“Maybe the Navy shouldn’t agree to buy ships before a design is finalized or a cost estimate is in hand?”
That notion would be common sense to most taxpayers, who tend to be familiar with the “try before you buy” philosophy, whether test-driving a new vehicle or trying on a jacket at the store. It’s also the basic premise of a new report released this week by the Government Accountability Office (GAO), examining the Navy’s plan to commit to a block buy of twelve new frigates.
The Navy’s acquisition request for the new ships rightly raised numerous red flags at the GAO. Specifically, the Navy would like authorization to invest $9 billion in a program that “has no current formal cost estimate” and “will not begin key detail design activities until late fiscal year 2018.” In other words, the Navy is requesting a $9 billion expenditure on a brand new ship program - without any consideration for eventual costs or a finalized design for the ship, let alone a fully tested prototype.
To make matters worse, the new frigate design is to be based on the already troubled Littoral Combat Ship (LCS) seaframe. Problems with the LCS program emerged early-on in 2001 when the first four ships weighed in at more than twice the original cost estimate. Since then, there have been numerous mechanical and design issues, which we’ve detailed previously. Along the way, the mission and requirements for the craft have repeatedly changed. In light of these growing problems, the Congressional Budget Office (CBO) has recommended cancelling the program in order to reduce the deficit.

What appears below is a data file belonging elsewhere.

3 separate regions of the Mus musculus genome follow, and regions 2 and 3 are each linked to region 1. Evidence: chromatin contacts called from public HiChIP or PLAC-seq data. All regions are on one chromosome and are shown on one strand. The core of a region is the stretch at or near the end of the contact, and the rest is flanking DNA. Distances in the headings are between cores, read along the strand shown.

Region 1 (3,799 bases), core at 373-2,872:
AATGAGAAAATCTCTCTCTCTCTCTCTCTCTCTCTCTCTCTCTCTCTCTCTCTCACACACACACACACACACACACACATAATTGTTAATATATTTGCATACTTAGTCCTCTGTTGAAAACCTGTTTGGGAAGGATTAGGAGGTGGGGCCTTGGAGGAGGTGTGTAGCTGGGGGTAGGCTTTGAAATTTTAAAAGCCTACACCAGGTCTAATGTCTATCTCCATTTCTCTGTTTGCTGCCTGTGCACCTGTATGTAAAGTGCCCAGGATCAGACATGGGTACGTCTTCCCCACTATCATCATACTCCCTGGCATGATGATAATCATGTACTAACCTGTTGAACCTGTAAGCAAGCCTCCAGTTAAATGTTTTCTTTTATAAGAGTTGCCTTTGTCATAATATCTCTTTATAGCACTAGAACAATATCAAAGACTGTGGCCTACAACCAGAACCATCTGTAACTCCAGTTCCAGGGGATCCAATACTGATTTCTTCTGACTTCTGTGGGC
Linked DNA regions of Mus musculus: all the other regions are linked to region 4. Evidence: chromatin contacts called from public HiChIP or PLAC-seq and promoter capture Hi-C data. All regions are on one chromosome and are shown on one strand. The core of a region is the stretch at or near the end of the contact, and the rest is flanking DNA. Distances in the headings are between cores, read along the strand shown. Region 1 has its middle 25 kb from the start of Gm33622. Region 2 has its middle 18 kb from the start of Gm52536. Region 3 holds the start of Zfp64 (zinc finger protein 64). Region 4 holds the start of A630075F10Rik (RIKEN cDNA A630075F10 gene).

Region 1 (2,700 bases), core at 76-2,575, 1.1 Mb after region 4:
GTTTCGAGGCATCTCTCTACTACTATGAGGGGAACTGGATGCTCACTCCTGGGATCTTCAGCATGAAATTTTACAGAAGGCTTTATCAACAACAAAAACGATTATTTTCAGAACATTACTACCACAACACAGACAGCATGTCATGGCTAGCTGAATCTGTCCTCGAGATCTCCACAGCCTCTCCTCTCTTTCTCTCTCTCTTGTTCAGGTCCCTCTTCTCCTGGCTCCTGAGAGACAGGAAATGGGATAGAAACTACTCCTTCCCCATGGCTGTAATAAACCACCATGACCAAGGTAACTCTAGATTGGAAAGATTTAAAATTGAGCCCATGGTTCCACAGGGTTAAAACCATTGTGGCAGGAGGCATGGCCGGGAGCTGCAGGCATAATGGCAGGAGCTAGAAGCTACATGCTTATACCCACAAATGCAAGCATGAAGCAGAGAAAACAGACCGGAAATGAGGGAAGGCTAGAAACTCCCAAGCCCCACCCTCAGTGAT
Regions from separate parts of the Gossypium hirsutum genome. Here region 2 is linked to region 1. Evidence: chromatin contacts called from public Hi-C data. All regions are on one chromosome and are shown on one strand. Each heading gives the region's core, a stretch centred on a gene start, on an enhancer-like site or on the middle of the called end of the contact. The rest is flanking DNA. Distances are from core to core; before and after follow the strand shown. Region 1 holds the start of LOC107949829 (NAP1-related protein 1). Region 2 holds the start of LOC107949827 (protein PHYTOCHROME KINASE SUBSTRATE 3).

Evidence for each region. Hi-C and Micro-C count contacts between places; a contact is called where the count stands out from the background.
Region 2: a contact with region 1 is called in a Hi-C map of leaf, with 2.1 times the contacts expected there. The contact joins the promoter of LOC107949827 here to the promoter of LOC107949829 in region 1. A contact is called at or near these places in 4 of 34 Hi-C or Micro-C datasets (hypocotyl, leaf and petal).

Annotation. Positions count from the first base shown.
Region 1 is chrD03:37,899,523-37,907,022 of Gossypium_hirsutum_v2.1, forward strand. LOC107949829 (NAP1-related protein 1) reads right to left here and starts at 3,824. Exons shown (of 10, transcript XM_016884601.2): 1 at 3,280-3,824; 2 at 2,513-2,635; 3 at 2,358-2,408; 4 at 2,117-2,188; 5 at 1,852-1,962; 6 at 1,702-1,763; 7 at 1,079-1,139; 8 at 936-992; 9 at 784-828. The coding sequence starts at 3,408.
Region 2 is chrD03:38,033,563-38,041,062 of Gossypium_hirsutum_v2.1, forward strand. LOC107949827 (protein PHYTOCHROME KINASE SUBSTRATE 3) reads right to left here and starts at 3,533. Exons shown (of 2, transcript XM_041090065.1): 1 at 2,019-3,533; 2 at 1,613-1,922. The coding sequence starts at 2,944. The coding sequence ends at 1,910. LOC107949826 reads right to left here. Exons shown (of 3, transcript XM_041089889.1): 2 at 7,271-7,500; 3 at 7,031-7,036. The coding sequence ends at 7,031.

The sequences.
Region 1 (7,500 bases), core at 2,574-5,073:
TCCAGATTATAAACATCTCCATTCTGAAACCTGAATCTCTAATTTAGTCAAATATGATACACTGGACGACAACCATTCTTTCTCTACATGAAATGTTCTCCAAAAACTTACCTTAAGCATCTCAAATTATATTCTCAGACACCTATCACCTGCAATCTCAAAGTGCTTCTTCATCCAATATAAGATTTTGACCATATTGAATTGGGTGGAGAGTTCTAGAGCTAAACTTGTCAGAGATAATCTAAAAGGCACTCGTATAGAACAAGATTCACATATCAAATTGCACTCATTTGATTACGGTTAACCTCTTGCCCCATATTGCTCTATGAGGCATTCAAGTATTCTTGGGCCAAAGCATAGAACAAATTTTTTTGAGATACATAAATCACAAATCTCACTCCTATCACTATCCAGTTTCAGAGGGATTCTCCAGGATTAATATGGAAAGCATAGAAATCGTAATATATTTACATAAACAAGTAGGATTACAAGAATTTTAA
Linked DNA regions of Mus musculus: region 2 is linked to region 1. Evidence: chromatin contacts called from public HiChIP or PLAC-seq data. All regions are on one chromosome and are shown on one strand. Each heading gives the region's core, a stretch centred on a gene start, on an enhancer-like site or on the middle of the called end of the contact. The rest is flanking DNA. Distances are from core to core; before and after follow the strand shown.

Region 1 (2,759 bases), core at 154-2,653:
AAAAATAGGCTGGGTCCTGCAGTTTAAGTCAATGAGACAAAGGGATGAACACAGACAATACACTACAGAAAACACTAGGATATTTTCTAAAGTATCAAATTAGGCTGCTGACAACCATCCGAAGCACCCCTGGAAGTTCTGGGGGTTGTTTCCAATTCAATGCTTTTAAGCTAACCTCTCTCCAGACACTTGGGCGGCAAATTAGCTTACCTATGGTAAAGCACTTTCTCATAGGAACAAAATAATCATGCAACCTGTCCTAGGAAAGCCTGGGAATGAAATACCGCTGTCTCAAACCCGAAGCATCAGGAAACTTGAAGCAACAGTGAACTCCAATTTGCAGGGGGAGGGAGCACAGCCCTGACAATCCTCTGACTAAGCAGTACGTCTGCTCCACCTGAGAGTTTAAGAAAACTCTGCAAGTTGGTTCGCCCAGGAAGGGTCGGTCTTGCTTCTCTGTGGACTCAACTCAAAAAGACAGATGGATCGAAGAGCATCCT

This isn’t even the first time the GAO has questioned the LCS program. A quick search turns up numerous results, calling for additional testing, better cost estimates, highlighting quality control, maintenance, personnel, and planning problems. Many areas of concern stem from the fact that the LCS, like the F-35, suffers from “concurrency,” the idea that we can order and build something at the same time as the product is still being designed.
Of course, this is crazy talk and a significant departure from the manner in which items are procured in the real world, outside the five walls of the Pentagon. Too often, taxpayer dollars are locked into deals for multiple aircrafts, ships, or other systems with a price tag of millions per unit before any ink is dry on the drawing board. Given the enormous cost and complexity of modern weapons systems, it’s arguable that some investment is necessary in order to produce a working prototype, but it’s unfathomable - especially in light of the pathetic track record of the LCS - why the Navy would aspire to such a large purchase right out of the starting gate.
That’s why, once again, the GAO is urging Congress to delay authorizing additional funds for a mere two years. GAO explains that, “Delaying the frigate award until at least fiscal year 2019 - when more is known about cost, design, and capabilities - would enable better-informed decisions and oversight for this potential $9 billion taxpayer investment.”
In order to avoid yet another acquisition fiasco, let’s hope that this time Congress gets the message.